So from a mathematical perspective, it is insurance. So I was in the insurance industry, started as an actor, and spent almost 15 years in the industry with my last 10 years at AIG. And one of my roles there was head of market disruption for all of their consumer-facing insurance products. So all that stuff: auto insurance, homeowner's insurance, health, accident travel insurance, and warranty. And during that spin, I used to travel around, with AIG's warranty business and talk to some of their largest clients like Best Buy and Apple I got very close with them and I learned, even though they were doing extended warranties like AppleCare on your phone, I learned a lot about the industry.

    So that's where I first learned that there's also this thing called home warranty, where you're not covering one product at a time, but you're covering a lot of stuff in the home. So that's when I learned about it. And then I got introduced to the guy who founded that warranty business that AIG acquired Lenton Robbins, who's my partner and the chairman of the business.

    And we went into the business together to start our Armadillo.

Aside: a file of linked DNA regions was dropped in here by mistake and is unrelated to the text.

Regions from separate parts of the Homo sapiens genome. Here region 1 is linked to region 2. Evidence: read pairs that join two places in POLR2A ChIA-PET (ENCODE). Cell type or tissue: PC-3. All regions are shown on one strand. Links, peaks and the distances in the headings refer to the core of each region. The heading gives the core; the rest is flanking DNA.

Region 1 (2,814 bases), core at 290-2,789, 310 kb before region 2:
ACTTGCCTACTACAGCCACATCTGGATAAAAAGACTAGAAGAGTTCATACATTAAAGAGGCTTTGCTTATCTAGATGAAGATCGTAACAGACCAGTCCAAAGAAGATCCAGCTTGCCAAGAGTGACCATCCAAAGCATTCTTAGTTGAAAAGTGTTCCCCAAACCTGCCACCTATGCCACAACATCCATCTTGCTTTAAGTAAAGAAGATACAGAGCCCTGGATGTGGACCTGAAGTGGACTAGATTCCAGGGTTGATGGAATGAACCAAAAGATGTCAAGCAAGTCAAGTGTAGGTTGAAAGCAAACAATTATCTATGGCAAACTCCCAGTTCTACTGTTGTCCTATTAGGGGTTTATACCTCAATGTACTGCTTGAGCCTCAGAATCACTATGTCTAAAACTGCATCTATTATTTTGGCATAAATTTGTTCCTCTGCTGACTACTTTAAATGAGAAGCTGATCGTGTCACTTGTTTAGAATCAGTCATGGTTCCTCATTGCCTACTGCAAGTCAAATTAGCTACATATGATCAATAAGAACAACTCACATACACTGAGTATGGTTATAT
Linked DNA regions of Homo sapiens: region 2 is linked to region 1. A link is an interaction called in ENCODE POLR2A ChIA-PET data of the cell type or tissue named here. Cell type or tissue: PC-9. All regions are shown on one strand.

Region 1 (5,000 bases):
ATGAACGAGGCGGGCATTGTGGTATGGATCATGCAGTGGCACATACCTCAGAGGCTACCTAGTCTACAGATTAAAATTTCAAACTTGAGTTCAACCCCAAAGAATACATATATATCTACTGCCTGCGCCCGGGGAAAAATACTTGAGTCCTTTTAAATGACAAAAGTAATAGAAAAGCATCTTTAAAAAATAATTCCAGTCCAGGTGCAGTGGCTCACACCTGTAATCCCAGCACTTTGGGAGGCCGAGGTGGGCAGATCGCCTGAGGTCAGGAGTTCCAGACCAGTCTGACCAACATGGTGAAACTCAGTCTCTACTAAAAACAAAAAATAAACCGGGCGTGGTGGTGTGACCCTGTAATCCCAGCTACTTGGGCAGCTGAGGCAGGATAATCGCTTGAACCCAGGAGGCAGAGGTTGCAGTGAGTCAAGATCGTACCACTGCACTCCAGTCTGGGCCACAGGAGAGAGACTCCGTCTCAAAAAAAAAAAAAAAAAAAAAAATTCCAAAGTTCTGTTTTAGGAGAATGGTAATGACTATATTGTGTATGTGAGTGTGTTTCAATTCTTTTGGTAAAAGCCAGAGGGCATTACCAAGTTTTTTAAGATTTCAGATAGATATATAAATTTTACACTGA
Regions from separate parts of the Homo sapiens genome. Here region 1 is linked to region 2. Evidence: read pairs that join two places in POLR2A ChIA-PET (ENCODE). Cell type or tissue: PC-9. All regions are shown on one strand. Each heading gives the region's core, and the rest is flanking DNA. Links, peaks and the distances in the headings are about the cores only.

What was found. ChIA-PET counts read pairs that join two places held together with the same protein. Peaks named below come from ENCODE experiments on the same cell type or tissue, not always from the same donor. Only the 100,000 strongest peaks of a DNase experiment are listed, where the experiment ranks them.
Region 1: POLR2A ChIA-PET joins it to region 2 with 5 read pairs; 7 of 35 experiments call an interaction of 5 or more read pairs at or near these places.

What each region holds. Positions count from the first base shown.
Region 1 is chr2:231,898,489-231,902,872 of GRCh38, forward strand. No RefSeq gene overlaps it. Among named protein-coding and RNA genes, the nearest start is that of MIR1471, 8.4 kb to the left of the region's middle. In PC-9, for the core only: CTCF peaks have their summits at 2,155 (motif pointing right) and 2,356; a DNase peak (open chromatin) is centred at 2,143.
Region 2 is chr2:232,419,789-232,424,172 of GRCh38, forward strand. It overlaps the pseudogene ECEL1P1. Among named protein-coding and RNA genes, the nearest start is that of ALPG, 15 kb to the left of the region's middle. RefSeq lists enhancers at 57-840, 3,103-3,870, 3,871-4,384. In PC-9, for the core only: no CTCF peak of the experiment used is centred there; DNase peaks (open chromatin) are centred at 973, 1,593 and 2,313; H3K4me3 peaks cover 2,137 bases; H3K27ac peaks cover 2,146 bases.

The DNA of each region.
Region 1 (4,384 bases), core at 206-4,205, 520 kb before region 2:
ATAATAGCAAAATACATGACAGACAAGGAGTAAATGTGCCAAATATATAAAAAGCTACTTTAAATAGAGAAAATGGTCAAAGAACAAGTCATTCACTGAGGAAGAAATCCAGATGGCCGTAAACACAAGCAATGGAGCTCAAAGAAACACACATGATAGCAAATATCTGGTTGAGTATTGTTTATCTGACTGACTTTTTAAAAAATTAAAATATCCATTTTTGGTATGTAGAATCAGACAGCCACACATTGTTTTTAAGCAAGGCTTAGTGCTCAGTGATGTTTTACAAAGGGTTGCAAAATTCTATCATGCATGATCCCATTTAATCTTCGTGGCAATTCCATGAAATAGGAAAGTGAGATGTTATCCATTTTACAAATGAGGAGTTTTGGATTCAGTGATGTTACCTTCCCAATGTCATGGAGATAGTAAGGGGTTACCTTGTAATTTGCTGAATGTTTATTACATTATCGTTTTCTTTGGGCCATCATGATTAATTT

Kyle Stoner: That's really cool. I didn't know that about your background. Besides prop-tech and real estate tech, that's one thing I think we have in common. I almost worked for AIG Investments coming out of business school.

    Matan Slagter: Really?

    Kyle Stoner: Yeah. Good group. Great group. They had their ups and downs. They were one of these weird kinds of unregulated portions of the market back in the 2000 crisis and so they had made all these crazy bets but ended up being very difficult bets on mortgage back securities or something.

    I'm no longer a banker, so I don't have to go into all that. But I was almost actually there. Okay, so let's talk about this stat. 25% of homes today are sold with a warranty, which was surprising to me.

    But then only 4% of homes still have a home warranty. That's a big gap. Could you please just talk about that for a little bit? 

    Matan Slagter: Yeah. Specifically in the real estate space, a few things have happened. One is the home warranty product itself. It’s why we've entered the industry. We’re disruptors. We've built a much broader coverage.

    Because the product itself sometimes has convoluted coverage language and consumers don't get the sort of service they think they should get when they file a claim and then they don't renew it. The main reason is that the renewal rates are very low and that's led to only 4% of households having the product.

    There's a low renewal rate because a lot of the time you inherit the product, sometimes the seller of the home will buy it. For the buyer of the home, it's negotiated into the contract. Sometimes it's gifted by the real estate agent, and sometimes it's bought by the buyer, which is probably the best case because then you've made the conscious decision to buy it.